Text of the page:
Dec 24 2012

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Remembering the Forgotten

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Deployed But Not Forgotten

Now a moment to take stock as we cross the finish line.

Presents purchased and wrapped, lovingly arranged around the tree with the decorations just so? Stockings hung with care? Guest beds made up? Food and drink laid in? Bing and Nat piping in holiday spirit?

Is it beginning to look a lot like Christmas in your confines?


You’ve made excellent use of the frantic four-week run to this moment. And the best is yet to come.

Maybe you have a son or daughter home from college. Or parents and siblings are in town visiting. Luckier still are those parents with young children, still infused with the magic of Christmas, whose anticipation and wonder can only be experienced.

The word people most associate with Christmas is “family,” and for better or worse, for richer or poorer, we all try to gather to celebrate together. In turn, each of those individual celebrations tie communities together, and then faiths, and ultimately our nation in a sense of shared purpose. It is a moving and hopeful reflection of our country.

It is thus with a deep sadness that a critical cohort of Americans have largely slipped away from our collective conscience – the 68,000 Americans holding down the front line in Afghanistan.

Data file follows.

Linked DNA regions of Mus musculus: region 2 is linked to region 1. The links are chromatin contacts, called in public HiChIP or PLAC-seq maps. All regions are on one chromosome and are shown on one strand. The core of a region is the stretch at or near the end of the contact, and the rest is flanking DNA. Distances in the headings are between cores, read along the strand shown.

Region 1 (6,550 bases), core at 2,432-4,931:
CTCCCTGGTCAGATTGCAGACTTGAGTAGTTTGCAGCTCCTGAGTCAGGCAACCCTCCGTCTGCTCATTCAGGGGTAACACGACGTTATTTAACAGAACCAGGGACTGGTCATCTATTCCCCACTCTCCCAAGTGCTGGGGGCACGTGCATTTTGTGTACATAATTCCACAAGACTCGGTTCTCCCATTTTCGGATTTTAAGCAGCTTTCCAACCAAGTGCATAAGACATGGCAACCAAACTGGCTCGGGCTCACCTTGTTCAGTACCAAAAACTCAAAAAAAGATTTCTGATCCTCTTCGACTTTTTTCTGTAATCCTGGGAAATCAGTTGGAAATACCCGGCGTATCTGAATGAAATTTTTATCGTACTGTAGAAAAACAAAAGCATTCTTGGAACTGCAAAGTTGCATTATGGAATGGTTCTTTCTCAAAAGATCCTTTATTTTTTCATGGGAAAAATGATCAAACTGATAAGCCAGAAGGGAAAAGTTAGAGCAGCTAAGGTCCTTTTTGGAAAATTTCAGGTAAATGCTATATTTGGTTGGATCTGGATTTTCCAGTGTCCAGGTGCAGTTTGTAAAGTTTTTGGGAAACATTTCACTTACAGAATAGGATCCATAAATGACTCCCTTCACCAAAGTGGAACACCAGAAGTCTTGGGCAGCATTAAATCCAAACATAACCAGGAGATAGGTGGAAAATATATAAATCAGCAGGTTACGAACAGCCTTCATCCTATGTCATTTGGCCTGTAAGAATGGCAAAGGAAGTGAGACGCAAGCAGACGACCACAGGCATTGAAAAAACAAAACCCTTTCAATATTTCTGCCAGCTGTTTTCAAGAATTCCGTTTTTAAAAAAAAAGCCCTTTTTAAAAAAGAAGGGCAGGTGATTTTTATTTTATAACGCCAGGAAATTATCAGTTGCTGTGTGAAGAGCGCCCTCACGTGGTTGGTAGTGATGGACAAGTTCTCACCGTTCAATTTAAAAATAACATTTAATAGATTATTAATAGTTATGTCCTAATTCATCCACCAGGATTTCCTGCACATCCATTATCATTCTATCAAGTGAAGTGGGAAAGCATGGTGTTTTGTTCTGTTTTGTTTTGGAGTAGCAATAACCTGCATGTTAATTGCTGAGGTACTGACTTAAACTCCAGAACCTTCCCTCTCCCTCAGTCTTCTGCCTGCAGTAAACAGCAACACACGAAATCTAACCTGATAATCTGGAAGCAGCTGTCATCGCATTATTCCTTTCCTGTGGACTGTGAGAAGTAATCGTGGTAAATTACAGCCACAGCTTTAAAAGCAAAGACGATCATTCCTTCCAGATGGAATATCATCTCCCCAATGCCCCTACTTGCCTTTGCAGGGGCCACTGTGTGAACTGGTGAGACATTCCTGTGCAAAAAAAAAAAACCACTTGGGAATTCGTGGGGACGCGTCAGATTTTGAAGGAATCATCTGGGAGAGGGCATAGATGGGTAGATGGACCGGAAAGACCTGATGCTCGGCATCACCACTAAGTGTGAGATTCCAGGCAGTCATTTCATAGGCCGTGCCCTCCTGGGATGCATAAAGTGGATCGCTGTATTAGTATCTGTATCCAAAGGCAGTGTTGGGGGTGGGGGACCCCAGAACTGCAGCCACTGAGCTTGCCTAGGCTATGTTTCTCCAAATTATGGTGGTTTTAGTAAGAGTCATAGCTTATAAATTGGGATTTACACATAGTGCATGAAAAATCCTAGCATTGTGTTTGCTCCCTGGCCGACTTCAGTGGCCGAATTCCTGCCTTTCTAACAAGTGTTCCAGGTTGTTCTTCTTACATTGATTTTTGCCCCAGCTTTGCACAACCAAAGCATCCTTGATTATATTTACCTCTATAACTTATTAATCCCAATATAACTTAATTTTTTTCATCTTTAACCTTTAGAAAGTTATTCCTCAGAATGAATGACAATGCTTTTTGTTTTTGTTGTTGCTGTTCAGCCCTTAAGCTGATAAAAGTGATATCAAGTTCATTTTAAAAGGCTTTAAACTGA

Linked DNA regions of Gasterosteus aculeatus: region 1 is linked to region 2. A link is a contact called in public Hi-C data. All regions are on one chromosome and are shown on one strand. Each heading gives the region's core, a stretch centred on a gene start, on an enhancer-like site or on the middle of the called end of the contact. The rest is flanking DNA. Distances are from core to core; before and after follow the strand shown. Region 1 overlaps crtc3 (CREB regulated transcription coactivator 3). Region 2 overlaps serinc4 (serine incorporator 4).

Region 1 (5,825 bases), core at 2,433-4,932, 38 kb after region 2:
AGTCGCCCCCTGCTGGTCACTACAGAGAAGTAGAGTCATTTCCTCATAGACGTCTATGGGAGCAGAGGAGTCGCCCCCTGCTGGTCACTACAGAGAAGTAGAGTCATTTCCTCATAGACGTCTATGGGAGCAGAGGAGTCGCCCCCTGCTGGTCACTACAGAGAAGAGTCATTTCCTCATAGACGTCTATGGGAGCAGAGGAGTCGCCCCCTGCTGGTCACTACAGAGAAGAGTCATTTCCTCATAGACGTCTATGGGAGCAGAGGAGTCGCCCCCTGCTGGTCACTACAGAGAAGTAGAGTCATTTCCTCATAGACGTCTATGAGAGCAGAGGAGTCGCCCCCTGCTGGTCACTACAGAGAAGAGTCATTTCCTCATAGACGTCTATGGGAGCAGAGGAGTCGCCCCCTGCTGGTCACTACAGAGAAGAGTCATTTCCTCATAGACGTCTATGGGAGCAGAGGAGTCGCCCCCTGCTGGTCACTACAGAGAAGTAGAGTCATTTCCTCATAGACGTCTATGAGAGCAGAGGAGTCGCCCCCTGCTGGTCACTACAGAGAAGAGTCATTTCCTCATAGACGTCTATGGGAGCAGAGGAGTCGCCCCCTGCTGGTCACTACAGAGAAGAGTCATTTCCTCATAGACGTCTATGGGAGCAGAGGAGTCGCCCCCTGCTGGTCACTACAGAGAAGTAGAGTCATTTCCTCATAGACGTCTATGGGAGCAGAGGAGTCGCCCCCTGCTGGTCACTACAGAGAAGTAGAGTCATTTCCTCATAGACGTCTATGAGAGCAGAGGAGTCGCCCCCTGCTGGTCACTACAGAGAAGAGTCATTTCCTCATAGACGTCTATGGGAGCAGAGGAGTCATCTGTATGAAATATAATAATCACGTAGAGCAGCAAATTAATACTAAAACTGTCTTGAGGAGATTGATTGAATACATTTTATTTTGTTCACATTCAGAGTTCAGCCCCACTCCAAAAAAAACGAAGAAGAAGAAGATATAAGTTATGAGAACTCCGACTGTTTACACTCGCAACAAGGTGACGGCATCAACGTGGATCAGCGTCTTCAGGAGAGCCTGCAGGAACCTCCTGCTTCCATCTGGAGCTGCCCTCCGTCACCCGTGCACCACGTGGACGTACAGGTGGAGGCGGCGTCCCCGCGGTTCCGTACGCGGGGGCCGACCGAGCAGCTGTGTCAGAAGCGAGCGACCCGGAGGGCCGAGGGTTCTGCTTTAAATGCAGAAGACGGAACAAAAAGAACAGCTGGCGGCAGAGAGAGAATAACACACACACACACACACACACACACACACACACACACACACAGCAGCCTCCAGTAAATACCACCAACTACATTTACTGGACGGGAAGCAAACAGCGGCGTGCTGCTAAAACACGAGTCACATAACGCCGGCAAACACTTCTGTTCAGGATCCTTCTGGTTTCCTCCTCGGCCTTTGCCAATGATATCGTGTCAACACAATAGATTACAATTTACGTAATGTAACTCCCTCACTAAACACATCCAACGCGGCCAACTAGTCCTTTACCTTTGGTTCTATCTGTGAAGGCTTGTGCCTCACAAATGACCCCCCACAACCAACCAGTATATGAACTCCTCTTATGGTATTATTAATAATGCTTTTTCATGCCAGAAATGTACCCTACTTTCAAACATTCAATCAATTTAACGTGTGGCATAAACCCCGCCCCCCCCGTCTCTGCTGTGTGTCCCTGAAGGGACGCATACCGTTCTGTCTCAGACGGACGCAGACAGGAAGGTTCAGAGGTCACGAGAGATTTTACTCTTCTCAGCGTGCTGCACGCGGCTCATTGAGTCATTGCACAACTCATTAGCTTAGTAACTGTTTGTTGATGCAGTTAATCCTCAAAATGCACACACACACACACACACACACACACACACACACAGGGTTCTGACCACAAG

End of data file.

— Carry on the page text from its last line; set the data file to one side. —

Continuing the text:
11 Christmases ago, the Department of Defense was overwhelmed by packages and cards and gifts four our soldiers serving in Afghanistan, just after the tragedy of 9-11. Now, the war seems distant and disconnected from our daily lives. Somehow abstract and sanitized in our popular imagination.

A child born on the day US and Afghan forces toppled the Taliban government would be in 6th grade now. The palpable fear of terror that gripped the nation at the beginning of the last decade has ebbed, replaced by new fears much more immediate and closer to home.

But that has not changed the nature of the danger that the men and women our armed forces face on daily basis in Afghanistan.

As the nation has been stunned by the shooting in Newtown and its aftermath this month, 8 brave Americans were killed in Afghanistan this December. Altogether, 249 American military families will be missing a loved one at their tables, this year and every year after; soldiers, sailors and Marines that paid the ultimate price in service to their country.

They should never be forgotten.

Our brave Americans stand guard – uncomplaining – at improvised bases, primitive by almost any civilian standard. They make that sacrifice in part so that the rest of us can have our celebrations in peace and security. It is a deeply moving selflessness, consistent with the holiday that we celebrate, that motivates these most special Americans.

It’s cold in Kabul tonight.

23 degrees F.

Tomorrow, instead of opening presents, our forces will be on patrol in an environment of acute danger. They do this willingly. Their efforts, mostly unheralded and unsung, deserve our recognition and our gratitude.

So as you gather around the table tomorrow to enjoy a meal in fellowship with family and friends, to honor our faith or practice our traditions, take a moment to give thanks to our warriors in Afghanistan, as well as the other brave souls who stand posts around the world, who work selflessly to keep us safe.

Freedom isn’t free. And those that ensure that freedom deserve the thanks of a grateful nation.

Merry Christmas.








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